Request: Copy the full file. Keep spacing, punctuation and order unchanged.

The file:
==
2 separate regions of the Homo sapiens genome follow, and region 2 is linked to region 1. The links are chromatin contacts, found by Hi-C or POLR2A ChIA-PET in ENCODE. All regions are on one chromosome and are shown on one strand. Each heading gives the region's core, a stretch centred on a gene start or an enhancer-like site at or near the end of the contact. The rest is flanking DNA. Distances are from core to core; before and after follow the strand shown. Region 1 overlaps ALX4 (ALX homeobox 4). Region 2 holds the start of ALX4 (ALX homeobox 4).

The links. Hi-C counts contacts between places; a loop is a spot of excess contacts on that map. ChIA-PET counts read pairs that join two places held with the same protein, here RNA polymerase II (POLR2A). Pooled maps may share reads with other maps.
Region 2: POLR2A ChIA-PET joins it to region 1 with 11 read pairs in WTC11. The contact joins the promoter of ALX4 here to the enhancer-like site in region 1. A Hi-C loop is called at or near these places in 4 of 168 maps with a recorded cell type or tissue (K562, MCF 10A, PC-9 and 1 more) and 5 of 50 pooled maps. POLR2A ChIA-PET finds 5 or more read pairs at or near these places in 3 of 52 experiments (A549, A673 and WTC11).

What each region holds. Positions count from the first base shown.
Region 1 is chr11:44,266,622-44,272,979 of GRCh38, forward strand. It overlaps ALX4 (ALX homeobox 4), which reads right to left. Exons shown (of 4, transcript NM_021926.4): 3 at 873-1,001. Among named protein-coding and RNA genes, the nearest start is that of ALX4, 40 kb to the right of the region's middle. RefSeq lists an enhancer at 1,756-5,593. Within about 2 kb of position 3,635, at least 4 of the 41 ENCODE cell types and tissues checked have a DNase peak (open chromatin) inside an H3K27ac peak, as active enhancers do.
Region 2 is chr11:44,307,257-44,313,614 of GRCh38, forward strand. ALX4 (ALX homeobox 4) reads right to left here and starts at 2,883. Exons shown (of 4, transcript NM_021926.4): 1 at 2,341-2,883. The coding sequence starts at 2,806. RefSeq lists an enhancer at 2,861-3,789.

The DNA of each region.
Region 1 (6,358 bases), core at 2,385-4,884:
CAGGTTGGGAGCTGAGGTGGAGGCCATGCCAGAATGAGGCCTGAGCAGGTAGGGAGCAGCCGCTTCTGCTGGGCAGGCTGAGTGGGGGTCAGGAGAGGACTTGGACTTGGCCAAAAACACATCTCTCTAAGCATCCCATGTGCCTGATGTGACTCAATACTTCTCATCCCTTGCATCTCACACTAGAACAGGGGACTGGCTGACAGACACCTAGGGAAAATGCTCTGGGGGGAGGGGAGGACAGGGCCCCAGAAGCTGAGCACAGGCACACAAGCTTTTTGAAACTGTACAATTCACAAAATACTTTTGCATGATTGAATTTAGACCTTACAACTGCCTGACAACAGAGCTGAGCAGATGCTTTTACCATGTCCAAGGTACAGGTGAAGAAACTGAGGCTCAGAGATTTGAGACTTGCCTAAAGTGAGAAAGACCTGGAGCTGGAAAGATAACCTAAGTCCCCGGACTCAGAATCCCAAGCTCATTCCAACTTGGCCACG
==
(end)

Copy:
2 separate regions of the Homo sapiens genome follow, and region 2 is linked to region 1. The links are chromatin contacts, found by Hi-C or POLR2A ChIA-PET in ENCODE. All regions are on one chromosome and are shown on one strand. Each heading gives the region's core, a stretch centred on a gene start or an enhancer-like site at or near the end of the contact. The rest is flanking DNA. Distances are from core to core; before and after follow the strand shown. Region 1 overlaps ALX4 (ALX homeobox 4). Region 2 holds the start of ALX4 (ALX homeobox 4).

The links. Hi-C counts contacts between places; a loop is a spot of excess contacts on that map. ChIA-PET counts read pairs that join two places held with the same protein, here RNA polymerase II (POLR2A). Pooled maps may share reads with other maps.
Region 2: POLR2A ChIA-PET joins it to region 1 with 11 read pairs in WTC11. The contact joins the promoter of ALX4 here to the enhancer-like site in region 1. A Hi-C loop is called at or near these places in 4 of 168 maps with a recorded cell type or tissue (K562, MCF 10A, PC-9 and 1 more) and 5 of 50 pooled maps. POLR2A ChIA-PET finds 5 or more read pairs at or near these places in 3 of 52 experiments (A549, A673 and WTC11).

What each region holds. Positions count from the first base shown.
Region 1 is chr11:44,266,622-44,272,979 of GRCh38, forward strand. It overlaps ALX4 (ALX homeobox 4), which reads right to left. Exons shown (of 4, transcript NM_021926.4): 3 at 873-1,001. Among named protein-coding and RNA genes, the nearest start is that of ALX4, 40 kb to the right of the region's middle. RefSeq lists an enhancer at 1,756-5,593. Within about 2 kb of position 3,635, at least 4 of the 41 ENCODE cell types and tissues checked have a DNase peak (open chromatin) inside an H3K27ac peak, as active enhancers do.
Region 2 is chr11:44,307,257-44,313,614 of GRCh38, forward strand. ALX4 (ALX homeobox 4) reads right to left here and starts at 2,883. Exons shown (of 4, transcript NM_021926.4): 1 at 2,341-2,883. The coding sequence starts at 2,806. RefSeq lists an enhancer at 2,861-3,789.

The DNA of each region.
Region 1 (6,358 bases), core at 2,385-4,884:
CAGGTTGGGAGCTGAGGTGGAGGCCATGCCAGAATGAGGCCTGAGCAGGTAGGGAGCAGCCGCTTCTGCTGGGCAGGCTGAGTGGGGGTCAGGAGAGGACTTGGACTTGGCCAAAAACACATCTCTCTAAGCATCCCATGTGCCTGATGTGACTCAATACTTCTCATCCCTTGCATCTCACACTAGAACAGGGGACTGGCTGACAGACACCTAGGGAAAATGCTCTGGGGGGAGGGGAGGACAGGGCCCCAGAAGCTGAGCACAGGCACACAAGCTTTTTGAAACTGTACAATTCACAAAATACTTTTGCATGATTGAATTTAGACCTTACAACTGCCTGACAACAGAGCTGAGCAGATGCTTTTACCATGTCCAAGGTACAGGTGAAGAAACTGAGGCTCAGAGATTTGAGACTTGCCTAAAGTGAGAAAGACCTGGAGCTGGAAAGATAACCTAAGTCCCCGGACTCAGAATCCCAAGCTCATTCCAACTTGGCCACG